living dunes.jpg

The Living Dunes

The dunes on which the golf links are laid out, have takenthousands of years to grow and stabilise. They are the end product of a long battle between the force of the prevailing wind and the powerful waves of the Pentland Firth. Sand is blown off the beach beyond the reach of even the highest spring tides.

As the sand moves it tends to collect together and is formed into ridges and mounds. Marram grass which thrives in the dry sandy conditions stabilises the dunes allowing other grasses and plants to establish themselves. The grasses and plants grow and gradually overpower the Marram. The depressions within the dunes provide shelter and attracts animals, which graze the established vegetation. The browsing of these animals is partly responsible for the existence of a smooth surfaced fairway mat, which needs little or no mowing. A prized asset.

Turf Management

Limited resources at Reay necessitates that inputs into management of the turf are kept to a minimum, yet the ultimate objective of providing a series of playing surfaces suitable for the game of golf is satisfied.

There is dominance of finer grasses, particularly fescue, indigenous to the site. The fescue and bent grasses dominate most of the playing surfaces across the course. As such, recently and much championed ‘sustainable golf course management’ is easily followed. Turf management at Reay is geared towards retention of the finer grasses.

Sensible cutting heights are employed throughout the year. The high content of fescue grasses through the sward mean that winter heights of cut need little adjustment from those employed during the season. Greens thus remain consistent and uniform for long periods of the year.

Fertiliser regimes are frugal. Ammonium sulphate based fertiliser is delivered to the turf in liquid formulation with seaweed. Nutrient is applied to greens on only 2 to 3 occasions during the season.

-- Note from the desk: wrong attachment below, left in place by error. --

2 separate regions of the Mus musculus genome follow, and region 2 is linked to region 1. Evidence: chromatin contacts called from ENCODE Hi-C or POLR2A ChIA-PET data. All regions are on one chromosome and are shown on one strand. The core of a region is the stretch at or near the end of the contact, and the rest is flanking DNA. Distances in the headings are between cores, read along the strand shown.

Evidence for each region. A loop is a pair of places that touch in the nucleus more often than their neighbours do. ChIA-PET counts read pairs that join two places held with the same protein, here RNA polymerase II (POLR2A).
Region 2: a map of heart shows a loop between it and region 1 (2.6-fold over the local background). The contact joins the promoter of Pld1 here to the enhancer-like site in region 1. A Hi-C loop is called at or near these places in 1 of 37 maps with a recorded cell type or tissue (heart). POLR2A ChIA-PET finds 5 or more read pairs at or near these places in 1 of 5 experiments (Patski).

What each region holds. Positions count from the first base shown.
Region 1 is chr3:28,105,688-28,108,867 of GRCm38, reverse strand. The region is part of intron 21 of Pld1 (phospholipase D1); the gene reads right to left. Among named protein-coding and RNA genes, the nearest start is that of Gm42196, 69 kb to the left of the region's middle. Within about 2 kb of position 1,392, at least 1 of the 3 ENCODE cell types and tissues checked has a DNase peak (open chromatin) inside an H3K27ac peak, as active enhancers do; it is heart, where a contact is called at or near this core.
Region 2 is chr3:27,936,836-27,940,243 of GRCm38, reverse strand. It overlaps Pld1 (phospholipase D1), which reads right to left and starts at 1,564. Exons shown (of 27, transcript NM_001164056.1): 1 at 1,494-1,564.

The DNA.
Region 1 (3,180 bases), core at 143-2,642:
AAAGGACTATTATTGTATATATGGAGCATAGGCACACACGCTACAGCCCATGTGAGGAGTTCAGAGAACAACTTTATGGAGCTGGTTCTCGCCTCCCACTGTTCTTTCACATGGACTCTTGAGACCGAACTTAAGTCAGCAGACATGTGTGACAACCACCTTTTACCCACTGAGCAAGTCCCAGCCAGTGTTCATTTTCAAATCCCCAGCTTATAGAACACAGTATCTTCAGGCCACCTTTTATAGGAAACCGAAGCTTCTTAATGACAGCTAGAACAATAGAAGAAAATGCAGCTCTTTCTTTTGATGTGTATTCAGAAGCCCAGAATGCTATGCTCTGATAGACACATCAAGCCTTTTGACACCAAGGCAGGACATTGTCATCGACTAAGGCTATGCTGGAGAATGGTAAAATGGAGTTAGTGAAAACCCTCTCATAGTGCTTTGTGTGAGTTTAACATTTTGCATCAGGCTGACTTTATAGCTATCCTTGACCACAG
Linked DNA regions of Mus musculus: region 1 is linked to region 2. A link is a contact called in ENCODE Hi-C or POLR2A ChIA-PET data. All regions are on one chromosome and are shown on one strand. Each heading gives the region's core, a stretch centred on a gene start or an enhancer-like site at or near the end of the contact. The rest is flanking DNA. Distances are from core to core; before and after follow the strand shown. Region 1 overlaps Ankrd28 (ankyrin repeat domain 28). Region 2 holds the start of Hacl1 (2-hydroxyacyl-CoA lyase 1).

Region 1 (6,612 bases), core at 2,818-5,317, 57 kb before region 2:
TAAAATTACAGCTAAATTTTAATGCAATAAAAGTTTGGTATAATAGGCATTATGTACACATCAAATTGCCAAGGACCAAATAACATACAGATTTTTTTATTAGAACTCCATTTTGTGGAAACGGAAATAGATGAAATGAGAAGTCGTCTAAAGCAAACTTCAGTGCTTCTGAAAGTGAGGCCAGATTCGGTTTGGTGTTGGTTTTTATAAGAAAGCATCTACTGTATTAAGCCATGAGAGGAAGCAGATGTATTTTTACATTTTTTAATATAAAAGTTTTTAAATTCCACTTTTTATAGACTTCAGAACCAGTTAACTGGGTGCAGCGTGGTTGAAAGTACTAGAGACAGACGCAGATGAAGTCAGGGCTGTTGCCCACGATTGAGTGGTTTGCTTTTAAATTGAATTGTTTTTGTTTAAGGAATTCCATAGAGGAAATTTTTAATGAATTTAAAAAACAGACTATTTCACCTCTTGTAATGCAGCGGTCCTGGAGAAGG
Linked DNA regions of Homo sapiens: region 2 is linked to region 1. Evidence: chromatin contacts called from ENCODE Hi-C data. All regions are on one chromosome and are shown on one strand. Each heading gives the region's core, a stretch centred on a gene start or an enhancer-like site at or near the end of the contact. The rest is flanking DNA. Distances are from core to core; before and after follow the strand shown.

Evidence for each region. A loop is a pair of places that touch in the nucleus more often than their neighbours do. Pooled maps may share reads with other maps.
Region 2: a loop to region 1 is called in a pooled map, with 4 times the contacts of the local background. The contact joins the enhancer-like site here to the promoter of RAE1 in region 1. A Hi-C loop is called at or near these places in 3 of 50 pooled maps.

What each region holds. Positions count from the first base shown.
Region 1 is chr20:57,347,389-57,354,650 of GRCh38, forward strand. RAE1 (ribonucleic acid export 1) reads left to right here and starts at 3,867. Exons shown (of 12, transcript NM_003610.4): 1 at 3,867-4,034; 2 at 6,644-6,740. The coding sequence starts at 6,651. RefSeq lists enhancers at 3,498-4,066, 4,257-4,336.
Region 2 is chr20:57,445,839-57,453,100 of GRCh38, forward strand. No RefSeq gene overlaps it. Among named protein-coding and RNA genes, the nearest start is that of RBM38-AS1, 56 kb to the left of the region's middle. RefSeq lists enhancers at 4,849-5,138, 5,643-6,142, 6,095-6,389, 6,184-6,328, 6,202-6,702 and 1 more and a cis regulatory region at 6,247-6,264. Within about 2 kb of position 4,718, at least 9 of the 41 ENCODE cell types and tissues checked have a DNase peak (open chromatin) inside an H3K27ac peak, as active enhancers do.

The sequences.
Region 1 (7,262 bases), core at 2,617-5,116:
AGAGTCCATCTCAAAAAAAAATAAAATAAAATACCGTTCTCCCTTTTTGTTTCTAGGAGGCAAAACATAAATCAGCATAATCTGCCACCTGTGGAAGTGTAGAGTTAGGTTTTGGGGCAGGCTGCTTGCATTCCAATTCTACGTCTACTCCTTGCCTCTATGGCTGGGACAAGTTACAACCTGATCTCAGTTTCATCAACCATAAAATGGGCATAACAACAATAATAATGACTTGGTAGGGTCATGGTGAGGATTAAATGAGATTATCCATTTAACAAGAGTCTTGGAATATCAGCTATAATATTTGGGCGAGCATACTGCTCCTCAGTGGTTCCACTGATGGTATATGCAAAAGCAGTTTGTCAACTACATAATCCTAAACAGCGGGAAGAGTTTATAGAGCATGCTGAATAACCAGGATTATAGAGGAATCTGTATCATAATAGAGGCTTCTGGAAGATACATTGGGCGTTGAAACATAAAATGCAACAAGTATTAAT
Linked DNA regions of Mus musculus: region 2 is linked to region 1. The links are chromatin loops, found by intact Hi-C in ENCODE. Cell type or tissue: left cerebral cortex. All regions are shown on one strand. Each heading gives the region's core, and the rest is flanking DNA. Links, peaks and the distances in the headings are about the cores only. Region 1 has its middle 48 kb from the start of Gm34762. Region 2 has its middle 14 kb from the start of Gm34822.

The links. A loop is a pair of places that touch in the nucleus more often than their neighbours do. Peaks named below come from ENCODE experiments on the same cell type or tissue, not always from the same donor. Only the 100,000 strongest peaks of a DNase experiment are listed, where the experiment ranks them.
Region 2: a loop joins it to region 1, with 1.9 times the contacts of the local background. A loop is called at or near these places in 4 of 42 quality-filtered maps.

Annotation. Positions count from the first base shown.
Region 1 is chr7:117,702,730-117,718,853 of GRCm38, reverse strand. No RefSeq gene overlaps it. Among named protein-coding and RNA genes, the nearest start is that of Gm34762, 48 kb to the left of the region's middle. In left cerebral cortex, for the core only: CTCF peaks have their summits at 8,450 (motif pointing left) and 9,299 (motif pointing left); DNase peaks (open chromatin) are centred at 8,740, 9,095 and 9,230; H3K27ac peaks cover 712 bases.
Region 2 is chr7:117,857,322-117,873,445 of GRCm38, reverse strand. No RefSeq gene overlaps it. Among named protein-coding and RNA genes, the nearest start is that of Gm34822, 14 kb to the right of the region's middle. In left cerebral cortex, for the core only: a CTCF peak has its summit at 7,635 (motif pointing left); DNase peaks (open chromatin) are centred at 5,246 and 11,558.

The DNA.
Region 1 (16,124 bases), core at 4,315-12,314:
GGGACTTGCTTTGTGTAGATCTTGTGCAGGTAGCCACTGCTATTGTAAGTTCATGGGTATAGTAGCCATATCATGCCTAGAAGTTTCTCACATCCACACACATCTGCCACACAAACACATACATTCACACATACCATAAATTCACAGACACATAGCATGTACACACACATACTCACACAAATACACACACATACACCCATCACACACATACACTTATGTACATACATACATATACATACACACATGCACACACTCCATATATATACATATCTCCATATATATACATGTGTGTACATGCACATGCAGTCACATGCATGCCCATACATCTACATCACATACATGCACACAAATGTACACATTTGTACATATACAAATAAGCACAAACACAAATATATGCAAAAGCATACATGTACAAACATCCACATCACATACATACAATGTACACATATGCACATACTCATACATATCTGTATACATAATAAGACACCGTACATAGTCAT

Aeration usually takes the form of solid tining. Pre dominantly slow growing grasses coupled with the sensible approach to feeding the turf renders thatch build up minimal. Consequently, there is only need for occasional verticutting through the season. Below the playing surfaces, the soil profiles are consistently sandy and uniform; the need to hollow core greens is rarely necessary. Top dressing through the season keeps the surfaces firm and smooth thus ball roll fast and true.

Turfgrass problems of disease and drought are rarely encountered, largely due the favourable botanical composition and sensible husbandry of the playing surfaces. Associated input of fungicide and water are thus kept to a minimum.



Grassland Fungi

Often overlooked and unnoticed within grasslands, fungi are actually one of the most significant of wildlife groups. The type and diversity of grassland fungi noted within a particular area is directly related to the health and status of that habitat. Species rich unimproved grasslands will typically support several species of fruiting fungi specific to the environment. The windblown calcareous sands which dominate the links at Reay Golf Club support several species of fungi which indicate a high quality ecologically rich grassland. Many of the fungi have not been allocated an English name however, the wax caps such as Hygrocybe splendidissima,Hygrocybe conicoides and Camarophyllus virgineus are all interesting grassland fungi which can be noted fairly widespread throughout the course during late summer and autumn. The Japanese umbrella toadstool (Coprinus plicatilis) is another fungi which is widespread throughout the dunes and is particularly associated with heavily rabbit grazed grasslands.